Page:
Gut Health: Why It’s Important & How to Keep It Healthy!

Did you know that you have a second nervous system in your gut? Called the enteric nervous system, this network of nerves is often referred to as a second brain as it influences a majority of our bodily functions. Keeping your gut healthy is crucial to your overall health! Stress, sleep deprivation, processed and sugary foods, and medications can all affect our gut microbiome. This in turn affects other parts of our health such as our immune system, skin, and brain. If you suffer from any of the following symptoms, it may be time to make some changes to improve your gut health. Signs of an Unhealthy Gut

  • Frequent upset stomach

  • Sugar cravings

  • Fluctuating weight

  • Constant fatigue or sleep problems

  • Skin irritation

  • Autoimmune conditions

  • Food allergies or sensitivities

There are a variety of ways an unhealthy gut might manifest itself (these are just a few!), so we’ve come up with a few ways to help you get back on track, naturally. When it comes to food, you are what you eat! Avoid sugary, processed foods, and aim to eat foods that will help heal your gut, such as: Whole grains, fruits & veggies. High-fiber foods are great for aiding digestion. Think foods like legumes, beans, peas, oats, bananas, berries, asparagus, and leeks. Eating these types of foods has also been shown to raise the number of good bacteria in the gut, which is crucial for proper function. Fermented foods. Foods like yogurt, kefir, or sauerkraut have had their sugars broken down by yeast or bacteria, and are rich in lactobacilli, a type of bacteria that can benefit your health. According to Healthline.com, “Research shows that people who eat a lot of yogurt appear to have more lactobacilli in their intestines. These people also have less Enterobacteriaceae, which is a type of bacteria associated with inflammation and a number of chronic conditions.” (*1) Dark chocolate…seriously. Dark chocolate is rich in fiber as well as polyphenols, which microbes in the gut use as fuel. Dark chocolate is also believed to have anti-inflammatory properties. Pre & Probiotics. Prebiotics promote the growth of several types of beneficial bacteria, while probiotics may improve microbiome function and help restore the microbiome to good health in those with certain health conditions. (*1) Add some spice. Adding spices like turmeric, ginger, and garlic to your breakfasts, lunches or dinners may help stop unhealthy gut bacteria from growing. Cut artificial sweeteners. Some research suggests that they can increase blood sugar levels and have an overall negative impact on the microbiome in your gut. (*2) Your overall health is the most important thing. Our goal is to help you and feel your best, on the inside and out!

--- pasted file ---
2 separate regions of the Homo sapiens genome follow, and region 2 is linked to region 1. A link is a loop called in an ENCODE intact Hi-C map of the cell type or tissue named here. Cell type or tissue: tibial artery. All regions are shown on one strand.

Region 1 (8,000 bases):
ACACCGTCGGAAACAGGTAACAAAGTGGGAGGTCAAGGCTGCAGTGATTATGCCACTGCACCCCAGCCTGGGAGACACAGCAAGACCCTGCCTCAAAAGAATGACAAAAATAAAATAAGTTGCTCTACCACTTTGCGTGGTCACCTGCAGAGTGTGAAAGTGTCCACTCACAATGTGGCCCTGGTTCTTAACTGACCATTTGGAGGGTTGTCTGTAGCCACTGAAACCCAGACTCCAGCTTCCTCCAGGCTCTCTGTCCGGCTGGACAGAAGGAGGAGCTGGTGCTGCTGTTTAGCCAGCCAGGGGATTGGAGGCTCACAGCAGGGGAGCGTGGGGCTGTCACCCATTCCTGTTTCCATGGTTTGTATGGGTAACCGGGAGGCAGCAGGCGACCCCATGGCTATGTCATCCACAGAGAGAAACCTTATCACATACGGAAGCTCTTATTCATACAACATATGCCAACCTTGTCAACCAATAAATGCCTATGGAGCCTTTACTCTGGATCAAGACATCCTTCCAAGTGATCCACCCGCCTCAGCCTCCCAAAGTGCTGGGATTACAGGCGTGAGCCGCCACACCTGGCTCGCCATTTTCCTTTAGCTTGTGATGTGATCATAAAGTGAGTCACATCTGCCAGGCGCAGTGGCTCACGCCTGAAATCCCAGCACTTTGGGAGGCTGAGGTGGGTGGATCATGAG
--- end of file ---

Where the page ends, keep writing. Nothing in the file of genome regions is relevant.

*Sources:

  1. https://www.healthline.com/nutrition/improve-gut-bacteria#TOC_TITLE_HDR_12

  2. https://www.ncbi.nlm.nih.gov/pmc/articles/PMC4615743/

  3. https://www.hopkinsmedicine.org/health/wellness-and-prevention/the-brain-gut-connection


2 views0 comments
New Patient (1).png